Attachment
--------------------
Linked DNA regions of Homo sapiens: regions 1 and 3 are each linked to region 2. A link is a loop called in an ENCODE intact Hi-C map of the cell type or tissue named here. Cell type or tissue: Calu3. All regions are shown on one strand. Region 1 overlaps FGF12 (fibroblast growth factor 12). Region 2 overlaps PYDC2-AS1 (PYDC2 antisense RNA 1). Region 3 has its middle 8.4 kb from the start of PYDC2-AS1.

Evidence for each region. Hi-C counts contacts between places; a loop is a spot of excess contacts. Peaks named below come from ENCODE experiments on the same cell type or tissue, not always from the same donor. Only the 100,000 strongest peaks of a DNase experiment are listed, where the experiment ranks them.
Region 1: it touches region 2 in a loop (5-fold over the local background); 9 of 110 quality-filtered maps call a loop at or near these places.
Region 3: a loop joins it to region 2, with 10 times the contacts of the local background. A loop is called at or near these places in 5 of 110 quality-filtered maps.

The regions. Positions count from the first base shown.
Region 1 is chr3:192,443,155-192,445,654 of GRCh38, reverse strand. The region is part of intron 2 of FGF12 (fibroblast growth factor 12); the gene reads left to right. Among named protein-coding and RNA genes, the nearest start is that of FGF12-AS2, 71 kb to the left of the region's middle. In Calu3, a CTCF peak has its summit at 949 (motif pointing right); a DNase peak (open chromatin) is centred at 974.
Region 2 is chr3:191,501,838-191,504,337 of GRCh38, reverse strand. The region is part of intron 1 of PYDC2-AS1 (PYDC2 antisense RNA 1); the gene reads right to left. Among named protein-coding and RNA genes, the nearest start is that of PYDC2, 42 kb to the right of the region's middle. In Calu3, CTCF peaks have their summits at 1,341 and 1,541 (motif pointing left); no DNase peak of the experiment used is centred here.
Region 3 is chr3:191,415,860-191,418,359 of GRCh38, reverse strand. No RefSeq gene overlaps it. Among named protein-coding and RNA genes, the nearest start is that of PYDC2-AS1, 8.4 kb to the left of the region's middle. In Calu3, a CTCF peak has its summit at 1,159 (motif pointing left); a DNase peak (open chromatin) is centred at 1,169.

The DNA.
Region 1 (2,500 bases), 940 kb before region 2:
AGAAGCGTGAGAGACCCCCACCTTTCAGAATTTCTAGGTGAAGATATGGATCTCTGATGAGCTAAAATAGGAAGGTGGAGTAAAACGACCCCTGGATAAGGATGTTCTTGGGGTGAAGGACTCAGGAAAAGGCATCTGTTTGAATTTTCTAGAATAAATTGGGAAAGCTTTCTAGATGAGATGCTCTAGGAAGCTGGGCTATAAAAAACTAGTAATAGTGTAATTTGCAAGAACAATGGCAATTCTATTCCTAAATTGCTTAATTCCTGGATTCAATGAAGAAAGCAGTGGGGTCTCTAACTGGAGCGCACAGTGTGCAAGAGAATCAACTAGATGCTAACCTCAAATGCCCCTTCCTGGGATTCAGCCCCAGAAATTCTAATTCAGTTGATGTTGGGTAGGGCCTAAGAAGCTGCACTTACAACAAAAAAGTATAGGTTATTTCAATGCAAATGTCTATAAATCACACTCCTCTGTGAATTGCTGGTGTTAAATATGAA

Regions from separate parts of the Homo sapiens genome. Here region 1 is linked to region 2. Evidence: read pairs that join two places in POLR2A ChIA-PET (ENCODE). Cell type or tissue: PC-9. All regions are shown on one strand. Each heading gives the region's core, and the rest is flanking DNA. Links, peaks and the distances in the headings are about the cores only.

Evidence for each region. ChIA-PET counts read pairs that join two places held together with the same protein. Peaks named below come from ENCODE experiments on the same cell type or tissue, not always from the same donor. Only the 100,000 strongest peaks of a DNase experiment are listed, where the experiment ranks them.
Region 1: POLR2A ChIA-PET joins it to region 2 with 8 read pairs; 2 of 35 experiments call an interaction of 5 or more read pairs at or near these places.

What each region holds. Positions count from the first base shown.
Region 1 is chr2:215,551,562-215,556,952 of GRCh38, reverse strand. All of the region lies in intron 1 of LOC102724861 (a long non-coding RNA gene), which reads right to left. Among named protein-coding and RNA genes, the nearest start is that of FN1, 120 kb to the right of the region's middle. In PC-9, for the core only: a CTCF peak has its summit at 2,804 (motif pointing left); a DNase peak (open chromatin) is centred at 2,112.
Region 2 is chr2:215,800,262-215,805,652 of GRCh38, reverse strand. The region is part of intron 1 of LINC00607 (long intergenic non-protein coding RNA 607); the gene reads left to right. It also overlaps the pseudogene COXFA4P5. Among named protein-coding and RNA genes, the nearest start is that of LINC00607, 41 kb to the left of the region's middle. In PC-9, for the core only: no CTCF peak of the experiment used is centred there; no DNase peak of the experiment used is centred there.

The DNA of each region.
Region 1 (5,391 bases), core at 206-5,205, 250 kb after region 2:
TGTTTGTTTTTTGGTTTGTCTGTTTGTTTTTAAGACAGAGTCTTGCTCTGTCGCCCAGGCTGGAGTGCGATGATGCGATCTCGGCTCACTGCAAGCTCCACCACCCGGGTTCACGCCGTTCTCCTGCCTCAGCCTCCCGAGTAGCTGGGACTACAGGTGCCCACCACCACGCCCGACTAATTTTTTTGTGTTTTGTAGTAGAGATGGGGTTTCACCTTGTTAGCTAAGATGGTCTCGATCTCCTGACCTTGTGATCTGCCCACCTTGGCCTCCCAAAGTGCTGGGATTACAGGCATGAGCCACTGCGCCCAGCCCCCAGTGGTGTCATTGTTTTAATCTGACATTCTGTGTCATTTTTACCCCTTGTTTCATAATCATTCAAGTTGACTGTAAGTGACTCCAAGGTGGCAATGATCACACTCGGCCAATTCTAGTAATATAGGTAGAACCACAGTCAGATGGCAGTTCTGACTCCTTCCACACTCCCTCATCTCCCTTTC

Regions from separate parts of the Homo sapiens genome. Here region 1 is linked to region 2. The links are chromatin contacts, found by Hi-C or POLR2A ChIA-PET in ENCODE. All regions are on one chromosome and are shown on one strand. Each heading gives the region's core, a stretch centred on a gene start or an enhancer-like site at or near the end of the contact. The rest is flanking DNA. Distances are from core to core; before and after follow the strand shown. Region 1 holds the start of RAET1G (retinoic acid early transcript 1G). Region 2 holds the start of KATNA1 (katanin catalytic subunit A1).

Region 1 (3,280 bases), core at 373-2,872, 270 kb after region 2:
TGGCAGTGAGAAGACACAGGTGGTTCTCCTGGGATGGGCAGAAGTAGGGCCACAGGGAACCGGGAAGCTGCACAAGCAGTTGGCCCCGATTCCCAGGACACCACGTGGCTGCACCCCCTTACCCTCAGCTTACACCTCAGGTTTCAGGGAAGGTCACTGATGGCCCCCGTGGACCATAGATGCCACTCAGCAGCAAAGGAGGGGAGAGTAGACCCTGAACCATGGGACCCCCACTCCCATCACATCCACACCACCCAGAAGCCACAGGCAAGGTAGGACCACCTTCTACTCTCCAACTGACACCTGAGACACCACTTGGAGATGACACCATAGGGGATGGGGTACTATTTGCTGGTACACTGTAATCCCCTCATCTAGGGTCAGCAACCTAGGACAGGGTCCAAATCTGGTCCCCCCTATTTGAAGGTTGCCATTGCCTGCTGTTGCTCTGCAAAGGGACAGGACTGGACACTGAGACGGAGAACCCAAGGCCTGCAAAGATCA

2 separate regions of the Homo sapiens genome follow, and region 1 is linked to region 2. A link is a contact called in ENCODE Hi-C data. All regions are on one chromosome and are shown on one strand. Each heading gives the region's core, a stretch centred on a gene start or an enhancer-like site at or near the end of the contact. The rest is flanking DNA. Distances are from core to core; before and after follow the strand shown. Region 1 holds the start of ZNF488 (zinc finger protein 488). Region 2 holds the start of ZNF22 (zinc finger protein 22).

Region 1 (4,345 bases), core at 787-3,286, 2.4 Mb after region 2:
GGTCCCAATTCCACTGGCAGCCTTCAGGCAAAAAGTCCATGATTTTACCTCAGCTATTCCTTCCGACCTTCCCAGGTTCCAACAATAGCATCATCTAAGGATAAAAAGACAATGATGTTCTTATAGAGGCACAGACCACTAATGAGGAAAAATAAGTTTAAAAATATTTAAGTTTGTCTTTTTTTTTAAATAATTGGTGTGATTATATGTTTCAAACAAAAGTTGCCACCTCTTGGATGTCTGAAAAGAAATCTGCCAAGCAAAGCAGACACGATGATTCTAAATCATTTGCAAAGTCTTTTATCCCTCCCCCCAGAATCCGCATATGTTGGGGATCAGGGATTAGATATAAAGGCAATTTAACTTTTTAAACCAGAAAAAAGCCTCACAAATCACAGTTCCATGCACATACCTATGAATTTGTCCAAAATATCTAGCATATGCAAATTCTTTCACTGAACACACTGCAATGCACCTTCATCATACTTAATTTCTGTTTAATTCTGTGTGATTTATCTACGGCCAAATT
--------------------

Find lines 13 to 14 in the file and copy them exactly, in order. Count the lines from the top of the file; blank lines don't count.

Evidence for each region. ChIA-PET counts read pairs that join two places held together with the same protein. Peaks named below come from ENCODE experiments on the same cell type or tissue, not always from the same donor. Only the 100,000 strongest peaks of a DNase experiment are listed, where the experiment ranks them.
Region 1: POLR2A ChIA-PET joins it to region 2 with 8 read pairs; 2 of 35 experiments call an interaction of 5 or more read pairs at or near these places.